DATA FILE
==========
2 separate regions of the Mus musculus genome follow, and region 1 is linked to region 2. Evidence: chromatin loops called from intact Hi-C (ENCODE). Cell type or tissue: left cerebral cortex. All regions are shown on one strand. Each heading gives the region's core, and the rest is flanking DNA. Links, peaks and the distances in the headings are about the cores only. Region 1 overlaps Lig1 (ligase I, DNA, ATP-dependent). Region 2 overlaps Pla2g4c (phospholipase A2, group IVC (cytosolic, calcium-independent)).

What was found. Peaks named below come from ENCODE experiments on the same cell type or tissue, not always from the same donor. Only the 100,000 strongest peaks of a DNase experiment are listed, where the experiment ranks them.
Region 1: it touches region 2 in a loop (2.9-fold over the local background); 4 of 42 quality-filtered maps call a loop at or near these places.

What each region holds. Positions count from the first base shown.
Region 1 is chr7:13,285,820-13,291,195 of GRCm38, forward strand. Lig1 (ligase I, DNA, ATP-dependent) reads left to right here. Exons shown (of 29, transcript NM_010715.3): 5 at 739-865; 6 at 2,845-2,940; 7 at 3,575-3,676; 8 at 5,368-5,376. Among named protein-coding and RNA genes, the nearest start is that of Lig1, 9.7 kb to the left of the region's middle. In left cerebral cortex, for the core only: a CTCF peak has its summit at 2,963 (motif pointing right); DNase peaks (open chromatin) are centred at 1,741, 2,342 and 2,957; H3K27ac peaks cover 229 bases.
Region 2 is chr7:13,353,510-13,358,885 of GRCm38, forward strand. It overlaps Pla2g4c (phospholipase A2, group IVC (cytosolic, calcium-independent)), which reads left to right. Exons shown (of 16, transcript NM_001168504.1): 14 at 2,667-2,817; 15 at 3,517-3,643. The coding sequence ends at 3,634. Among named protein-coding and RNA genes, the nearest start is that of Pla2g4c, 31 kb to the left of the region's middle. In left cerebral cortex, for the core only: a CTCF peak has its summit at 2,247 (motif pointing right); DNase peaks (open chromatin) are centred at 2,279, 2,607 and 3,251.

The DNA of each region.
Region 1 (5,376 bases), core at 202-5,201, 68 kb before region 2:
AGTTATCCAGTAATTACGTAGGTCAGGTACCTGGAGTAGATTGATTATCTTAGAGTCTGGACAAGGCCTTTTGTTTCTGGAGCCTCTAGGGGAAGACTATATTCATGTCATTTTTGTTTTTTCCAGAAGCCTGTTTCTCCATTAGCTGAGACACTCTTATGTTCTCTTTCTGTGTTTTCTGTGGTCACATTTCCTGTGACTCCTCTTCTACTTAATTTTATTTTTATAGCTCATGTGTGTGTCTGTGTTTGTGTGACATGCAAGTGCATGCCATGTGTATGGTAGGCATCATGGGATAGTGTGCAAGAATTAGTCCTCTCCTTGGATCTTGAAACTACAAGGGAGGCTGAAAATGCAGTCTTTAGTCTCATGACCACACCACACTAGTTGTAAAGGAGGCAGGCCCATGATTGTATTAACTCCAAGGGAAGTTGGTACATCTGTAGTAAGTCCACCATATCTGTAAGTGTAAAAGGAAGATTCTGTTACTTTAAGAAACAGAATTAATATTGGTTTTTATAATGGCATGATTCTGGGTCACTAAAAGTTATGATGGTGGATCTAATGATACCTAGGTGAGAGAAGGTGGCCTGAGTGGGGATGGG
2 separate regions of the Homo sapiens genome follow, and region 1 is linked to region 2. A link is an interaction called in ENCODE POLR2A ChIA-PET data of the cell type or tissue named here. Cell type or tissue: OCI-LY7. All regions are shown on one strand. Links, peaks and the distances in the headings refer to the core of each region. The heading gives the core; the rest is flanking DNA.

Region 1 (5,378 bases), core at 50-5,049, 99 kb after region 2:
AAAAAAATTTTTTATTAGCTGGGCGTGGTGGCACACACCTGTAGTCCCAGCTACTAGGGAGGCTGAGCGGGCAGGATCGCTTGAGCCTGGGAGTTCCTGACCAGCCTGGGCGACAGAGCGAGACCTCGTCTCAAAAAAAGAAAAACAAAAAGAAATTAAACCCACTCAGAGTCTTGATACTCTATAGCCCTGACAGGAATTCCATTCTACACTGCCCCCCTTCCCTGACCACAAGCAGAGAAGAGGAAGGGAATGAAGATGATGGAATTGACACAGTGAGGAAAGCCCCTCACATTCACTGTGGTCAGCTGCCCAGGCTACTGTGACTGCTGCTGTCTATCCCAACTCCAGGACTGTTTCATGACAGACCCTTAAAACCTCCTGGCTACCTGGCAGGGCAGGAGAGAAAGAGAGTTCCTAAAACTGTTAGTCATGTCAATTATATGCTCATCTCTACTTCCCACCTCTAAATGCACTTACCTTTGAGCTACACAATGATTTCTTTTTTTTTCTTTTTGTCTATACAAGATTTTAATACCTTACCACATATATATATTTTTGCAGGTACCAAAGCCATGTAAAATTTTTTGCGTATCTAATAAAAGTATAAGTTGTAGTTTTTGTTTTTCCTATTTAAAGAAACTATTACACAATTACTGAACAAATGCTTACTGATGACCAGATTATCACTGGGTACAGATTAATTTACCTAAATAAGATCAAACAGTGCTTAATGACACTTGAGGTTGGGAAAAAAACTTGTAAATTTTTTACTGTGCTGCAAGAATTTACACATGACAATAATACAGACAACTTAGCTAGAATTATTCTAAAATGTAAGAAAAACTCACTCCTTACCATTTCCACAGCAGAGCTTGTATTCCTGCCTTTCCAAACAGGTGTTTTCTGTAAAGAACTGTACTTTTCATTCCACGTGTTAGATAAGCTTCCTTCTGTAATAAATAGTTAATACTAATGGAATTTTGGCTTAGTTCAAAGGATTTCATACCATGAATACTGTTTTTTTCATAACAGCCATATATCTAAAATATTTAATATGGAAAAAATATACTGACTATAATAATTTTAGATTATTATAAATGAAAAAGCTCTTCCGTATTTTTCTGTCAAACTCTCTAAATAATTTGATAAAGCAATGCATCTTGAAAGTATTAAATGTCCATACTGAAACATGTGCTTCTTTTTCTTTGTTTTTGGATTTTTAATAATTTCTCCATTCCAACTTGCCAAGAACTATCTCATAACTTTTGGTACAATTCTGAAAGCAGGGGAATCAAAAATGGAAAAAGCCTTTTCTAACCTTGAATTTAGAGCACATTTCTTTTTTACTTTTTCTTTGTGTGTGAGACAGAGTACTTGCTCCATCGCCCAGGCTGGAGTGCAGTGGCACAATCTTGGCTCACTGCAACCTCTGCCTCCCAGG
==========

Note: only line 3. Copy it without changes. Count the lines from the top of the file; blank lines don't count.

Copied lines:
Region 1: it touches region 2 in a loop (2.9-fold over the local background); 4 of 42 quality-filtered maps call a loop at or near these places.